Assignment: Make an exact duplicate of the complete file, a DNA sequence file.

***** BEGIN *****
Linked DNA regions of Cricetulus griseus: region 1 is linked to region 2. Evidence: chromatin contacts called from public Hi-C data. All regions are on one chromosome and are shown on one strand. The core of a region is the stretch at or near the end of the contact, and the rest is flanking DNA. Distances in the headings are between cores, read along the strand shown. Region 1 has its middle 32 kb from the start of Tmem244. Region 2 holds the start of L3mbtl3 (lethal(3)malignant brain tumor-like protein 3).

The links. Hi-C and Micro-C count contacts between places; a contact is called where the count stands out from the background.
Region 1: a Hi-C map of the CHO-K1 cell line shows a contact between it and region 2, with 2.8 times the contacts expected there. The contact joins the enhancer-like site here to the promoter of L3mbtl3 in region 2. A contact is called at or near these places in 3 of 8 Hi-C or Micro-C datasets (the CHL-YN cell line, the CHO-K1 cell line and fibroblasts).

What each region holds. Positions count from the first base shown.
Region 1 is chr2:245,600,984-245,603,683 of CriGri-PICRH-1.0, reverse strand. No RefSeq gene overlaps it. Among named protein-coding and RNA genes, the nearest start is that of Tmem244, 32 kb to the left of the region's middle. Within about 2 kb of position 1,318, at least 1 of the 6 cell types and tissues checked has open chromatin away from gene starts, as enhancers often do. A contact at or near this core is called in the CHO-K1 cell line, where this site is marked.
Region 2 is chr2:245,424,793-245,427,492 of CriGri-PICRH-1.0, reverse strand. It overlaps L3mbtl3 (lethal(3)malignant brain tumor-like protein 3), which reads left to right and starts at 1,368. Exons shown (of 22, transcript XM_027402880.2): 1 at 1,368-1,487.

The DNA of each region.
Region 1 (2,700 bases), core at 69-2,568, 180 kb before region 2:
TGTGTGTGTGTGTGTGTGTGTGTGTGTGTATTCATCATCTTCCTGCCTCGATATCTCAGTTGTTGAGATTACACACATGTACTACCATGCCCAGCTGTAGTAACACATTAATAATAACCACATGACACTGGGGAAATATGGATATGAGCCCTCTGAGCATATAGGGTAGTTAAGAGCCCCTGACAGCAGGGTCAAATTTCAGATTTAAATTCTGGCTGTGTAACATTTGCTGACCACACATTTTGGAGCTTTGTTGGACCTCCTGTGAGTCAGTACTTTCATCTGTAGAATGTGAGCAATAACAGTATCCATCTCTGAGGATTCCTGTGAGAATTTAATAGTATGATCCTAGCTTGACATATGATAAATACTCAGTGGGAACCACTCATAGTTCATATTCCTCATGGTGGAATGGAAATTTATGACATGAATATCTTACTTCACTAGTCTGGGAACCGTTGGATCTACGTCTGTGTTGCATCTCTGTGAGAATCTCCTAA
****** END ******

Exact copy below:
Linked DNA regions of Cricetulus griseus: region 1 is linked to region 2. Evidence: chromatin contacts called from public Hi-C data. All regions are on one chromosome and are shown on one strand. The core of a region is the stretch at or near the end of the contact, and the rest is flanking DNA. Distances in the headings are between cores, read along the strand shown. Region 1 has its middle 32 kb from the start of Tmem244. Region 2 holds the start of L3mbtl3 (lethal(3)malignant brain tumor-like protein 3).

The links. Hi-C and Micro-C count contacts between places; a contact is called where the count stands out from the background.
Region 1: a Hi-C map of the CHO-K1 cell line shows a contact between it and region 2, with 2.8 times the contacts expected there. The contact joins the enhancer-like site here to the promoter of L3mbtl3 in region 2. A contact is called at or near these places in 3 of 8 Hi-C or Micro-C datasets (the CHL-YN cell line, the CHO-K1 cell line and fibroblasts).

What each region holds. Positions count from the first base shown.
Region 1 is chr2:245,600,984-245,603,683 of CriGri-PICRH-1.0, reverse strand. No RefSeq gene overlaps it. Among named protein-coding and RNA genes, the nearest start is that of Tmem244, 32 kb to the left of the region's middle. Within about 2 kb of position 1,318, at least 1 of the 6 cell types and tissues checked has open chromatin away from gene starts, as enhancers often do. A contact at or near this core is called in the CHO-K1 cell line, where this site is marked.
Region 2 is chr2:245,424,793-245,427,492 of CriGri-PICRH-1.0, reverse strand. It overlaps L3mbtl3 (lethal(3)malignant brain tumor-like protein 3), which reads left to right and starts at 1,368. Exons shown (of 22, transcript XM_027402880.2): 1 at 1,368-1,487.

The DNA of each region.
Region 1 (2,700 bases), core at 69-2,568, 180 kb before region 2:
TGTGTGTGTGTGTGTGTGTGTGTGTGTGTATTCATCATCTTCCTGCCTCGATATCTCAGTTGTTGAGATTACACACATGTACTACCATGCCCAGCTGTAGTAACACATTAATAATAACCACATGACACTGGGGAAATATGGATATGAGCCCTCTGAGCATATAGGGTAGTTAAGAGCCCCTGACAGCAGGGTCAAATTTCAGATTTAAATTCTGGCTGTGTAACATTTGCTGACCACACATTTTGGAGCTTTGTTGGACCTCCTGTGAGTCAGTACTTTCATCTGTAGAATGTGAGCAATAACAGTATCCATCTCTGAGGATTCCTGTGAGAATTTAATAGTATGATCCTAGCTTGACATATGATAAATACTCAGTGGGAACCACTCATAGTTCATATTCCTCATGGTGGAATGGAAATTTATGACATGAATATCTTACTTCACTAGTCTGGGAACCGTTGGATCTACGTCTGTGTTGCATCTCTGTGAGAATCTCCTAA